3. Cafe Hindi (Freeware): Hindi is being standardised in Unicode. Cafe Hindi  is a window based tool for typing Unicode Hindi offline. It provides  Phonetic, Remington, Inscript and Shusha Keyboard.
  4. Sun ODF Plugin (Freeware): This plugin is for MS Office so that ODF files may be read and saved in the MS Office. 
  5. Firefox, Thunderbird, and Sunbird (all from Mozilla Foundation) (Mozilla Public License):  Firefox is a web browser: Window equivalent to Internet Explorer. Thundrbird is a program for sending and receiving emails. It can perform functions of Outlook express. Mozilla Sunbird is e-manager and manages C-calender. It is similar to Microsoft outlook and can be integrated with Thunderbird or Firefox.
  6. GIMP (GPL License): It is GNU Image Manipulation Programme and is suitable for such tasks as photo retouching, image composition and image authoring. It is similar to photoshop.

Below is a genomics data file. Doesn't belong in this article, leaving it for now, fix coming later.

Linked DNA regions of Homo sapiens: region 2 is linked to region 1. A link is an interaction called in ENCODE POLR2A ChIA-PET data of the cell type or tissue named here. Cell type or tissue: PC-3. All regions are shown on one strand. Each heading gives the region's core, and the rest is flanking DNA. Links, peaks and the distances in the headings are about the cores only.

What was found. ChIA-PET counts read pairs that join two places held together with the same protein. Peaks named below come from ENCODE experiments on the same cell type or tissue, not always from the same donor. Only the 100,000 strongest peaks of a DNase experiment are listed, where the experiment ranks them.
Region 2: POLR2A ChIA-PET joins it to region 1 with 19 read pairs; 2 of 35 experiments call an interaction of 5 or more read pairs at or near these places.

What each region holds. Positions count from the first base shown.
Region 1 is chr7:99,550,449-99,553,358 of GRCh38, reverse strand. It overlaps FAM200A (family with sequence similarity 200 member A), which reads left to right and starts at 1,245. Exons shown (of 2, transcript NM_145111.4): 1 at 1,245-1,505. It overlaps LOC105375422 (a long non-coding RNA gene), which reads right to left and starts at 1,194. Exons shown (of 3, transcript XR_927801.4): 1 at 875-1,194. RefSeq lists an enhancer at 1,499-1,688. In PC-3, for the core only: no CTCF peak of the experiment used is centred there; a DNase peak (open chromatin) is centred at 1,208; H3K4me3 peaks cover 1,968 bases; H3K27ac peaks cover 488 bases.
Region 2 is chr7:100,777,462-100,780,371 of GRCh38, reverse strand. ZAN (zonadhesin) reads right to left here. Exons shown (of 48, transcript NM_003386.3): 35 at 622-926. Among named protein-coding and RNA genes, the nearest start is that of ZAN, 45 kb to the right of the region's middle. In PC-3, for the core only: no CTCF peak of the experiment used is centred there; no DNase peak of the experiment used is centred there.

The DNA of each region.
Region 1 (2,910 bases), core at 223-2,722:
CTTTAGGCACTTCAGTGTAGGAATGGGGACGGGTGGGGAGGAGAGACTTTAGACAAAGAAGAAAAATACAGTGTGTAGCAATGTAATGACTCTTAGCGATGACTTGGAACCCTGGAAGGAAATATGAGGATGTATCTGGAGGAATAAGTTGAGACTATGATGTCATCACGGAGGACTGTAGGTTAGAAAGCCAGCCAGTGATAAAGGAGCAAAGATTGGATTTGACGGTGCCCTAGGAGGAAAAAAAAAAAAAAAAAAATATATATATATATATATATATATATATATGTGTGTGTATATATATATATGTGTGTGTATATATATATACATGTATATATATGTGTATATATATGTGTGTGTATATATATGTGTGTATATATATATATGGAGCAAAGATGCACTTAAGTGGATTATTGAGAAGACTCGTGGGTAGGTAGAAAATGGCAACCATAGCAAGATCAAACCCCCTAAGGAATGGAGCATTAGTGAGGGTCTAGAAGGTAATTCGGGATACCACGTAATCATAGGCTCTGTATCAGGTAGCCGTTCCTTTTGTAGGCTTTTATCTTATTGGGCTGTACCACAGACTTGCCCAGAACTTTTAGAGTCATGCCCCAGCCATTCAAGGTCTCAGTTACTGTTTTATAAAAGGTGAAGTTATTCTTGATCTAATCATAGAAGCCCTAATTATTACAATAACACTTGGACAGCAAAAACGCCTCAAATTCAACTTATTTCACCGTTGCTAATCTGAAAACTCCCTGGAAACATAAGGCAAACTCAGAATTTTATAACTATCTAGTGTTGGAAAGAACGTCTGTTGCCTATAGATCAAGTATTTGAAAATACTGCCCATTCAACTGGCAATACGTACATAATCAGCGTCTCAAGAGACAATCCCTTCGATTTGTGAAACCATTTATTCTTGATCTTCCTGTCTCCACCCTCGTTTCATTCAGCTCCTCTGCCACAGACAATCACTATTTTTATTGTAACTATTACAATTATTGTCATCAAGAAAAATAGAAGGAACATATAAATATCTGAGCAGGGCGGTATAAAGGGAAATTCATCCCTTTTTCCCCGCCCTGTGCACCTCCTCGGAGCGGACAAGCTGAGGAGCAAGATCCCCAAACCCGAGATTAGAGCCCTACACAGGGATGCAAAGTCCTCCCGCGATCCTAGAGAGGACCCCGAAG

7. Infra Recorder    (GPL-2 License): It is programme for burning CDs and DVDs. It works in the windows only. However, K3B is a similar programme that works in linux.
  8. VLC Media Player (GPL-2 License): It is media player. It can play audio and video files. Mplayer is another open source programme similar to it. It can play files of mp3 format (a proprietary format) as well as ogg format which is open format.
Do try them in Windows. They are easy to install and use: in fact easier then the other closed source programmes. Many say that they are not as good as windows. I do not wish to debate about it but they are sufficient for our needs. They are not only open but are free of cost and can be used without any guilt of copyright violation. Their functionality in Linux is similar.  There is no reason that you can't run them on Linux.  And you know, it is only in Linux that penguins can fly. You don't believe it – see for yourself :-)

All photographs are via Wikipedia